Monday, July 15, 2024

Rebuilding a brave new Buller

The strength of the people of Buller is being recognised as the district marks the first anniversary of the devastating July 2021 floods.

Heavy rainfall from Thursday 15 July to Sunday 18 July last year caused significant flooding within Westport and across the Buller District, from both the Buller River and the Orowaiti estuary.

The flow breached Westport’s existing flood defences, with 826 properties and more than 2,000 people requiring evacuation. Civil defence welfare centres were set up to support displaced people in need of emergency accommodation.

In the following days, 563 houses were assessed as either red or yellow placarded. The second wave of assessments were completed towards the end of the first week resulting in 71 red placarded homes, 384 yellow and 108 safe to return home. Out of 983 dwellings in Westport town, 23% of the housing stock required repair to make them habitable.

Buller District Council Chief Executive, Sharon Mason said the community still faces many challenges a year on from the July floods.

“Weather events continue to hit the region, such as the high winds and damage this week and of course the February 2022 floods that caused district wide damage,” she said.

“I feel this is an important time to recognise the challenges our community has and continues to face, acknowledge the strength of the community and recognise that people have rallied together to face up to and respond to these challenges.

“There is still stress and anxiety across the community. It is natural and understandable post a natural hazard event as evidenced following the Christchurch earthquakes. The Buller Flood Recovery team, working with local NGO’s, has put together a lot of community supports that I hope people are aware of such as the Community Hub and Navigators. Those services have already helped over 2,000 people and continue to offer support.”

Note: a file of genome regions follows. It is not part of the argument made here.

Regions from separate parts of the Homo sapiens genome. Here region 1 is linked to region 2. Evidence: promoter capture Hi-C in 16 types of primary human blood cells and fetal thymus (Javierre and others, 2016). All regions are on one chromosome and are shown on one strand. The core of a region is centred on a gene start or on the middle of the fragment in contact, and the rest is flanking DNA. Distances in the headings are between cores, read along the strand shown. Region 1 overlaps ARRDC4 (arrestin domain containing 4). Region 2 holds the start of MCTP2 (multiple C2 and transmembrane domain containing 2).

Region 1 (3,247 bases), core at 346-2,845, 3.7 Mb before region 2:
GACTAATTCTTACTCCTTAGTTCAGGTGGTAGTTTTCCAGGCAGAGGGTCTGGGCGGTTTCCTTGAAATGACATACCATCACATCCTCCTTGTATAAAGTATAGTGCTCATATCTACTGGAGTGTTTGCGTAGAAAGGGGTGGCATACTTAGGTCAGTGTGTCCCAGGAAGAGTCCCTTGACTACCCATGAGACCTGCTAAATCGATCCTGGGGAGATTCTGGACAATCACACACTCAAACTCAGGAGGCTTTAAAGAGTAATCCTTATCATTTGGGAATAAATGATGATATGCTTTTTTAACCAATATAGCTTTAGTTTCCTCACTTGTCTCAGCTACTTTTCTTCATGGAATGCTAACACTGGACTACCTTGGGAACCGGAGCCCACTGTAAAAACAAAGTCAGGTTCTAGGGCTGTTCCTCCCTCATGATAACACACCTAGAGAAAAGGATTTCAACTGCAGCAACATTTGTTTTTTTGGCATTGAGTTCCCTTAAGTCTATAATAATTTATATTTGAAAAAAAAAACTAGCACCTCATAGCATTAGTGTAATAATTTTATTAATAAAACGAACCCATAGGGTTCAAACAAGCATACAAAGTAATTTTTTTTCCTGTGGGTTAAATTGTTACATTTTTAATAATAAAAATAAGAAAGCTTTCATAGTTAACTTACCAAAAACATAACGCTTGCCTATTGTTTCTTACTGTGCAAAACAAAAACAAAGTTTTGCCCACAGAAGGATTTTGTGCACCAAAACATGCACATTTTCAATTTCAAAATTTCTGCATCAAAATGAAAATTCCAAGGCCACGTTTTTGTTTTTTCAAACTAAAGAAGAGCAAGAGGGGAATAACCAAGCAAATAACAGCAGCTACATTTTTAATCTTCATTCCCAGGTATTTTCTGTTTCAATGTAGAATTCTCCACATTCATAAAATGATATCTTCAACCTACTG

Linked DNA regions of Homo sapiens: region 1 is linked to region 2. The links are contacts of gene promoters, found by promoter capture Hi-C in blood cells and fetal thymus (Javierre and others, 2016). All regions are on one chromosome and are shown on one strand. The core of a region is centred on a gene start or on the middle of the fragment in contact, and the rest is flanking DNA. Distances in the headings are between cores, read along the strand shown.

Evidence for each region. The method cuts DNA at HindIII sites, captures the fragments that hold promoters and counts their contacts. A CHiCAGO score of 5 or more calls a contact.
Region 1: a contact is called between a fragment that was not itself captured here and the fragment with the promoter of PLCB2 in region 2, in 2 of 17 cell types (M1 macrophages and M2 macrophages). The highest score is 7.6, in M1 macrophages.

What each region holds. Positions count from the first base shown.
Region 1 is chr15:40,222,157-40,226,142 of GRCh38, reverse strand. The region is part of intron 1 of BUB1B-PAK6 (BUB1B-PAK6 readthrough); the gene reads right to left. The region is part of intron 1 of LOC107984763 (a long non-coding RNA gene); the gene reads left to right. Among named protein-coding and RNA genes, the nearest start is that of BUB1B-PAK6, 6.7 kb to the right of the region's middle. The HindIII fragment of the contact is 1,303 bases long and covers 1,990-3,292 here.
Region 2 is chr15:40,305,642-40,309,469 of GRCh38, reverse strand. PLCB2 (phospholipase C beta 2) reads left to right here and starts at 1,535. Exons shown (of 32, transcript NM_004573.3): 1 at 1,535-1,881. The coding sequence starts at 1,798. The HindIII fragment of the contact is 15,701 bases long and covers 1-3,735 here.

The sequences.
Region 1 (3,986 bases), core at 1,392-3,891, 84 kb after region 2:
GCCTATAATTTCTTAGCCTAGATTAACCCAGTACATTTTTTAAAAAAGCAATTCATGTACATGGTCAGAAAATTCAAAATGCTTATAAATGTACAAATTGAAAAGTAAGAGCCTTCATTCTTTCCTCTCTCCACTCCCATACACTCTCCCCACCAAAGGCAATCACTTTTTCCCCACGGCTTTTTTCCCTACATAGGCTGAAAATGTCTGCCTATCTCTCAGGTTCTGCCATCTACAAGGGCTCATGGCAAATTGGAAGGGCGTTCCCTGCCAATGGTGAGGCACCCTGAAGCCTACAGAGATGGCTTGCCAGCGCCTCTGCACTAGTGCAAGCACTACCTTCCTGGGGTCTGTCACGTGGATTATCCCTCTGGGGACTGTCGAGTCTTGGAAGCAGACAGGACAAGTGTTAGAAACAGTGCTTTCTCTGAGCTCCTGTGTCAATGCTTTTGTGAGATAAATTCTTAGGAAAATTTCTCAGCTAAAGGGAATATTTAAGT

“The co-investment Business Case for Westport flood resilience put together in partnership with the West Coast Regional Council and Te Rūnanga o Ngāti Waewae at the request of the Minister of Local Government Hon Nanaia Mahuta has been submitted to central government, and it may be months before we know the outcome of the business case.

Ms Mason said the case for co-investment outlines a multi-tool approach including physical defence structures, adaptation measures such as enabling growth in areas outside of the flood hazard zone and appropriate standards for development in hazard-prone areas, as well as increasing Buller’s resilience and preparedness as a community.

“The co-investment Business Case, which brings together the many agencies and entities who have a role to play in flood resilience, is vital in progressing those future flood mitigation measures,” she said.

“Through the partnerships we already have with central government agencies, Council has received $8 million in financial support from Cabinet through National Emergency Management Agency (NEMA) and Department of Internal Affairs (DIA).”

The funding has supported initial flood recovery efforts following the July 2021 event and enabled the establishment of the Recovery team and support services such as the Community Hub and Navigators, the domestic waste clean-up following the July and February events, and contributed to infrastructure for the temporary accommodation village, said Ms Mason.

An additional funding package has been received to fund repairs to key infrastructure such as the port and Three Waters.

“Flood repairs have been getting completed, with more than 100 red and yellow stickered homes registering their completed repairs with Council. This is great to see and an important part of being able to move forward for homeowners,” she said.

“After the floods, the Temporary Accommodations Service helped 267 families and individuals find somewhere to stay including motels, caravans and cabins on their own properties. That number is down to 41 as progress is made towards longer-term solutions. People are now living in the eight temporary homes on Queen and Stafford streets and progress is being made in the construction of 20 homes in the Alma Road temporary village.

“As we reach the first anniversary of the July floods, Buller Council remains committed to supporting our community and supporting the NGO’s who will be providing the ongoing recovery support. There will always be challenges, but our strength lies in facing them together as a united community,” said Ms Mason.

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